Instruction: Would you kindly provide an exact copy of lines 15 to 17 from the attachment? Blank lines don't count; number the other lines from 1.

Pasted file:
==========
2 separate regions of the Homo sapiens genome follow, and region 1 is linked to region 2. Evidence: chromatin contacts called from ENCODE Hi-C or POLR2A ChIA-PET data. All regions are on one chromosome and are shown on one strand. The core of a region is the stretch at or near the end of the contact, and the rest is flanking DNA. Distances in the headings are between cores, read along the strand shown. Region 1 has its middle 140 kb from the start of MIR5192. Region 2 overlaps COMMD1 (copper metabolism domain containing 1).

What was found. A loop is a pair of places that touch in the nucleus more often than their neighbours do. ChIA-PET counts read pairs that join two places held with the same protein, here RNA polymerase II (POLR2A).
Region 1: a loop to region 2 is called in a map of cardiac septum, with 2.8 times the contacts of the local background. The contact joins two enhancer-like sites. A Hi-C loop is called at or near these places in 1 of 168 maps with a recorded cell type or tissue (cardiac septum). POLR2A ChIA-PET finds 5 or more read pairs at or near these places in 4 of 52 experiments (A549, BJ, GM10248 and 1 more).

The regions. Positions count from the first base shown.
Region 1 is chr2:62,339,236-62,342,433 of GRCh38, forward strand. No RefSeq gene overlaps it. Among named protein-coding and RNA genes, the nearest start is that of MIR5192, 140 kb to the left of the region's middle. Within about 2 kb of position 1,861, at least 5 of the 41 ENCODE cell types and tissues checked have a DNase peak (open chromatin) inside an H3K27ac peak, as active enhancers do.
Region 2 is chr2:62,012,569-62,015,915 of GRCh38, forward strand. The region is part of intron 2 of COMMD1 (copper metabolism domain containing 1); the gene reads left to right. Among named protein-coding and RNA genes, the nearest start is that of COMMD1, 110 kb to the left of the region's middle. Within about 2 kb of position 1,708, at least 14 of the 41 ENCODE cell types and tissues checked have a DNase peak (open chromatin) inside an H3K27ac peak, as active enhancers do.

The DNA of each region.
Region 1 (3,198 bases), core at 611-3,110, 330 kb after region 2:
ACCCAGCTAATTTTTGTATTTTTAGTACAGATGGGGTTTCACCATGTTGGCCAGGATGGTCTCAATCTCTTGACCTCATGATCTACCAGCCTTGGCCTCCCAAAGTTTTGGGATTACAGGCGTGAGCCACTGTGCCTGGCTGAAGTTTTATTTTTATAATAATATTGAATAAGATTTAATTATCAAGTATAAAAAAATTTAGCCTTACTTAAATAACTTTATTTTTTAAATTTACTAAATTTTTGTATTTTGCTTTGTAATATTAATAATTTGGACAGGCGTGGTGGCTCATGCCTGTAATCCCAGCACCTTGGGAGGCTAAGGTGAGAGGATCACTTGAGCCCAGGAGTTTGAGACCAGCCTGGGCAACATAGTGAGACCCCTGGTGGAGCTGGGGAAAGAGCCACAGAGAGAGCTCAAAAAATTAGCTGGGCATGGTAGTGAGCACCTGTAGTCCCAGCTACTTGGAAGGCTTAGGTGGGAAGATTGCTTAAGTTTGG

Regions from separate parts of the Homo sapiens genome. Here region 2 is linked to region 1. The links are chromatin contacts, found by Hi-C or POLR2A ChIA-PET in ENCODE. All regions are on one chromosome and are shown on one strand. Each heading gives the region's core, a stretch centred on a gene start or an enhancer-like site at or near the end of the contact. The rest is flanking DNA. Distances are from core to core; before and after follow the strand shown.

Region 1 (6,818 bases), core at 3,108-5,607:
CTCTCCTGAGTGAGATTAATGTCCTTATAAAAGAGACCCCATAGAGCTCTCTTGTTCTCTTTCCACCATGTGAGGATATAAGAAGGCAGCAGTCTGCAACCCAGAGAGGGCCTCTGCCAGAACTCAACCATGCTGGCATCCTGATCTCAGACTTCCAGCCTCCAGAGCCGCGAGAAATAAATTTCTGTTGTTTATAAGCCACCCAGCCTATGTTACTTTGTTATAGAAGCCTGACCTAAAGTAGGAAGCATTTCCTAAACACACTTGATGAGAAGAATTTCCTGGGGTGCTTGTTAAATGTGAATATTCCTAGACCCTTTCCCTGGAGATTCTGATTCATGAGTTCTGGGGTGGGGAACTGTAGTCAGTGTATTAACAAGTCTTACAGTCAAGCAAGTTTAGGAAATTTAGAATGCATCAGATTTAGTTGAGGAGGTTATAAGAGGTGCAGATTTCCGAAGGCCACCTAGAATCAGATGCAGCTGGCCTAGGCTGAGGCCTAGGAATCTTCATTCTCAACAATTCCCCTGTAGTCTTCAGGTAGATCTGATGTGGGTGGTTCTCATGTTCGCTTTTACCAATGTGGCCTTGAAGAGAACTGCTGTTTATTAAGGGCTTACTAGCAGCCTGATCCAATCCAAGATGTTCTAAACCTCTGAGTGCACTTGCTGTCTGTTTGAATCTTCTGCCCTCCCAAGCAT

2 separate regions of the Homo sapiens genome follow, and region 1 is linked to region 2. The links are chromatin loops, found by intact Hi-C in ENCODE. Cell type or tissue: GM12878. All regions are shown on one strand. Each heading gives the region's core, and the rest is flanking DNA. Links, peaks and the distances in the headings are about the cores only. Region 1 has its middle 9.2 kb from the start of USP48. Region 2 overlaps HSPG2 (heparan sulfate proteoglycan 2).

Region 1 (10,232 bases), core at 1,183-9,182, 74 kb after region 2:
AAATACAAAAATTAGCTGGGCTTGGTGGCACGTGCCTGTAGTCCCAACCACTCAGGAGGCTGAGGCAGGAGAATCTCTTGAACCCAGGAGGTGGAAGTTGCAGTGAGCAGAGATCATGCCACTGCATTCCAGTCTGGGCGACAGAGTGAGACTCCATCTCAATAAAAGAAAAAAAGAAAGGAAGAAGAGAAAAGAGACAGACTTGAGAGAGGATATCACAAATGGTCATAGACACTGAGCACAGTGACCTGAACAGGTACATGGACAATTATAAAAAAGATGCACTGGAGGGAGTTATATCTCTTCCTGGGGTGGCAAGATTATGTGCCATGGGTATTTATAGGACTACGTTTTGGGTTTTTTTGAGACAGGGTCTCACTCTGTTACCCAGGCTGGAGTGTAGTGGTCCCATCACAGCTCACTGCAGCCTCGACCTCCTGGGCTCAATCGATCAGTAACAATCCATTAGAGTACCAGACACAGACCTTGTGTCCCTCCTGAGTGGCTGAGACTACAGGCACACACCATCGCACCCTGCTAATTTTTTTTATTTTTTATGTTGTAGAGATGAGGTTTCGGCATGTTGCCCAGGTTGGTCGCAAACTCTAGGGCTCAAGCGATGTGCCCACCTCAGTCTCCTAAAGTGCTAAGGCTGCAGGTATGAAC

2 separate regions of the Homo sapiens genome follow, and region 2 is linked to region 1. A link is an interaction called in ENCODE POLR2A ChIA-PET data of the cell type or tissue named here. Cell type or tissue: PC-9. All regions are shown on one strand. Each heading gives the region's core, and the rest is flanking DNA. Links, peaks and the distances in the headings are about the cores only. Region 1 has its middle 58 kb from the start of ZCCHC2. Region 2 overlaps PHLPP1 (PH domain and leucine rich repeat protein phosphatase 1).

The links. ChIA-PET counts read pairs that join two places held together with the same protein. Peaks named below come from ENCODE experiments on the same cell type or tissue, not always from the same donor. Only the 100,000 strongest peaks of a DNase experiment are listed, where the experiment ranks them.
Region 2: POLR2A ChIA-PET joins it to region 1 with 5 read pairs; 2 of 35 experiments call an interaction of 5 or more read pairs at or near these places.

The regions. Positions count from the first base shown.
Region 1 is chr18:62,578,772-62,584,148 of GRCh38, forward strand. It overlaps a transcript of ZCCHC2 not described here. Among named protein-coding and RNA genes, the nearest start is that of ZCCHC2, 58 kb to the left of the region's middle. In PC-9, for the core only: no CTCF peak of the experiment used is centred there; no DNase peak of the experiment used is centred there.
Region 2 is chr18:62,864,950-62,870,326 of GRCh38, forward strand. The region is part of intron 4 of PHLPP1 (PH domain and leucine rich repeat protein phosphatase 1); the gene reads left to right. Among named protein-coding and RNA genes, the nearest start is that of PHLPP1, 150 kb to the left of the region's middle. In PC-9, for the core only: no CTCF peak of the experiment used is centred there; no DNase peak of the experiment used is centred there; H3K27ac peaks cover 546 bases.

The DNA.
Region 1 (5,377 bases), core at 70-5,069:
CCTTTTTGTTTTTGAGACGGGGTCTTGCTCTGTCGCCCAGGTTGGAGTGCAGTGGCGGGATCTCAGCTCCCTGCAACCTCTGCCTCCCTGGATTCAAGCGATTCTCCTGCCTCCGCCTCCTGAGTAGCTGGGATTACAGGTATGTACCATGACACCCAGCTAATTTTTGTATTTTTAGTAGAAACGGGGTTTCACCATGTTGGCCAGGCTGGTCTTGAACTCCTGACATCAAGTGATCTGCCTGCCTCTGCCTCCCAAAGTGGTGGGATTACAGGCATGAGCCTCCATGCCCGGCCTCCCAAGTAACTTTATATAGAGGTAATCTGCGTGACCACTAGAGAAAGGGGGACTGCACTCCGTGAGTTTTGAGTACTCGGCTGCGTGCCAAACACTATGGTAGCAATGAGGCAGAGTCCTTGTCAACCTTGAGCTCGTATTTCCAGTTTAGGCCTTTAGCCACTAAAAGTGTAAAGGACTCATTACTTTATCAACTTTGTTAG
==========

AAATACAAAAATTAGCTGGGCTTGGTGGCACGTGCCTGTAGTCCCAACCACTCAGGAGGCTGAGGCAGGAGAATCTCTTGAACCCAGGAGGTGGAAGTTGCAGTGAGCAGAGATCATGCCACTGCATTCCAGTCTGGGCGACAGAGTGAGACTCCATCTCAATAAAAGAAAAAAAGAAAGGAAGAAGAGAAAAGAGACAGACTTGAGAGAGGATATCACAAATGGTCATAGACACTGAGCACAGTGACCTGAACAGGTACATGGACAATTATAAAAAAGATGCACTGGAGGGAGTTATATCTCTTCCTGGGGTGGCAAGATTATGTGCCATGGGTATTTATAGGACTACGTTTTGGGTTTTTTTGAGACAGGGTCTCACTCTGTTACCCAGGCTGGAGTGTAGTGGTCCCATCACAGCTCACTGCAGCCTCGACCTCCTGGGCTCAATCGATCAGTAACAATCCATTAGAGTACCAGACACAGACCTTGTGTCCCTCCTGAGTGGCTGAGACTACAGGCACACACCATCGCACCCTGCTAATTTTTTTTATTTTTTATGTTGTAGAGATGAGGTTTCGGCATGTTGCCCAGGTTGGTCGCAAACTCTAGGGCTCAAGCGATGTGCCCACCTCAGTCTCCTAAAGTGCTAAGGCTGCAGGTATGAAC

2 separate regions of the Homo sapiens genome follow, and region 2 is linked to region 1. A link is an interaction called in ENCODE POLR2A ChIA-PET data of the cell type or tissue named here. Cell type or tissue: PC-9. All regions are shown on one strand. Each heading gives the region's core, and the rest is flanking DNA. Links, peaks and the distances in the headings are about the cores only. Region 1 has its middle 58 kb from the start of ZCCHC2. Region 2 overlaps PHLPP1 (PH domain and leucine rich repeat protein phosphatase 1).

The links. ChIA-PET counts read pairs that join two places held together with the same protein. Peaks named below come from ENCODE experiments on the same cell type or tissue, not always from the same donor. Only the 100,000 strongest peaks of a DNase experiment are listed, where the experiment ranks them.